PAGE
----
Within hours of the Uri attack, many Indians began drumming up the idea of surgical strikes into Pakistan. This chorus takes one back to the outrage that the November 26, 2008 Mumbai attacks had caused across India. Then, the tone and tenor that most Indians, including some of their best writers such C Raja Mohan, deployed was one of punishing lessons for Pakistan through surgical strikes.
And this forces me to recall a conversation I had with one senior military official. Then I had dismissed this as a typical propaganda against President Asif Ali Zardari. But the new situation prompts me to place this conversation on record, particularly because ex-foreign minister Khursid Kasuri too narrated an encounter along the same lines.
One late evening in early December on that year, President Zardari summoned a meeting with prime minister Yousuf Raza Gillani and the army chief General Ashfaq Kayani. The subject being the furious Indian mood.
At one point, the president threw a question at both Kayani and Gillani; “what if we allowed the Indians a few symbolic strikes at certain insignificant places. This could help in cooling down their rage,” the official had recounted.
A baffled General Kayani, the official said, looked at Gillani for his opinion.
“I think this could be counter-productive for us, politically unwise,” Gilani said.
Emboldened by this, Kayani finally spoke out; “Mr President, how can we afford this politically. A single shot fired from across the border would amount to declaration of war and my own army officers, our people will lynch us if we did not respond to it.”
With this the meeting came to an abrupt end. Once in the car, the embittered army chief called up the air chief and asked him to scramble jets for a round-the-clock aerial patrol of the eastern border regions.
The near corroboration of this came last year from the former foreign minister Khurshid Mahmud Kasuri who stated in his book “Neither A Hawk, Nor A Dove” released last year. He says India had planned air strikes in Pakistan following the 26/11 Mumbai terror attacks to target Lashkar-e-Taiba and Jamaatud Dawa in Muridke near Lahore.
Kasuri’s source of information was a US Senators’ delegation led by John McCain and Lindsey Graham. They came to Lahore from India and had requested Kasuri for a quiet meeting. President Bush had sent the Senators to sniff the mood both in India and Pakistan.
Kasuri has offered a detailed account of that meeting in his book (Page 428-29).
Senator McCain wanted to know from me……… what the reaction of the Pakistan army and the public at large would be if there was a limited air-raid on Muridke, writes Kasuri, adding he was “horrified at the mere suggestion.”
The Senators, also accompanied by Richard Holbrook, the then special Pak-Afghan Envoy, later travelled on to Islamabad for meetings with the army chief and President Zardari.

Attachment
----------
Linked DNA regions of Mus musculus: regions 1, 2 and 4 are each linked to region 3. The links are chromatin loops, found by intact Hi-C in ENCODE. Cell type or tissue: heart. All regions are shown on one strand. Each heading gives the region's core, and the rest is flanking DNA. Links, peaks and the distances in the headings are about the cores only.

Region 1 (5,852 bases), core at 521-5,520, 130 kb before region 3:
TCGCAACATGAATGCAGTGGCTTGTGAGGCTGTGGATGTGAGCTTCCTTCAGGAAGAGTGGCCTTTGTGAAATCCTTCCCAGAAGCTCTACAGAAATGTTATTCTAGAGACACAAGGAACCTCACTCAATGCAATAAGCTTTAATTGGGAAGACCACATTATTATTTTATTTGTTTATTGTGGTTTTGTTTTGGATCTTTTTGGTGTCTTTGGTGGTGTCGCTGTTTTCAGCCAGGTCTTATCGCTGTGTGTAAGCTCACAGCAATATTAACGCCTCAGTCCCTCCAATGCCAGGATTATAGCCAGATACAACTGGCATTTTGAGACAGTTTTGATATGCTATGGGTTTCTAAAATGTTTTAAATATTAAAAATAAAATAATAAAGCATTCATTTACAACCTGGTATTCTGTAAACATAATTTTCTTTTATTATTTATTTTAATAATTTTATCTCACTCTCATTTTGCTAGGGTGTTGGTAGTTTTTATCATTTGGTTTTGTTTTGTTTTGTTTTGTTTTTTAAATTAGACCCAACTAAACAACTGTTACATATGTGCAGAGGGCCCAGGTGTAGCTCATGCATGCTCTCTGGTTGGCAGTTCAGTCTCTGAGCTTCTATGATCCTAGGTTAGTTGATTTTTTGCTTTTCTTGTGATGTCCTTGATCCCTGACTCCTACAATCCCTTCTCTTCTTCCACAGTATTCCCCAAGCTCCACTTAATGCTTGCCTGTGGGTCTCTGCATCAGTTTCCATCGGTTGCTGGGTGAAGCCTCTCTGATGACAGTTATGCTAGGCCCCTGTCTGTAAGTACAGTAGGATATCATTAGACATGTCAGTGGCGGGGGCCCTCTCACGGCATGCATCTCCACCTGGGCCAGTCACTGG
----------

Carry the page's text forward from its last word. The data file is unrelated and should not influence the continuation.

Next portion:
The dialogue between Premier Gilani, General Kayani and President Zardari took place only a couple of days after the Americans had left.
Records also suggest that shortly before the US Senator’s visit, India’s top military, political and intelligence leadership had in a secret meeting on December 2, 2008, mulled the aerial/surgical strikes against targets in Pakistan.
It means the notion of surgical strikes has been an active though – at least in the hawkish civil-military circles for quite some time, the way the US arrogated upon itself the right of preemptive aerial or drone strikes. This despite the fact that such attacks brazenly contravene the international law. Carrying out such an attack based on mere allegations is not only totally unlawful also against the fundamental principle of national sovereignty of the target country. Even if there were evidence of some mischief, the only sanction for pursuing this mischief in another country is through the United Nations.
But geo-politics of course hardly cares for the international law or the UN approval. Iraq and even Afghanistan represent the telling examples of unilateral action by mighty nations. India’s current leadership also tends to ape the US when talking of Pakistan, often invoking phrases that we used to hear from President Bush, Richard Armitage and Condolezza Rice. Most US Congressmen, too, still peddle more or less the same skewed narrative on Pakistan – shaped mostly by the influence. And if this belligerence continues, normalization of relations will remain elusive. The entire region is likely to suffer the consequences of this jingoism.
The writer heads the independent Centre for Research and Security Studies, Islamabad and is author of Pakistan: Pivot of Hizbut Tahrir’s Global Caliphate
This article was first published in The Express Tribune. Click here to go to the original.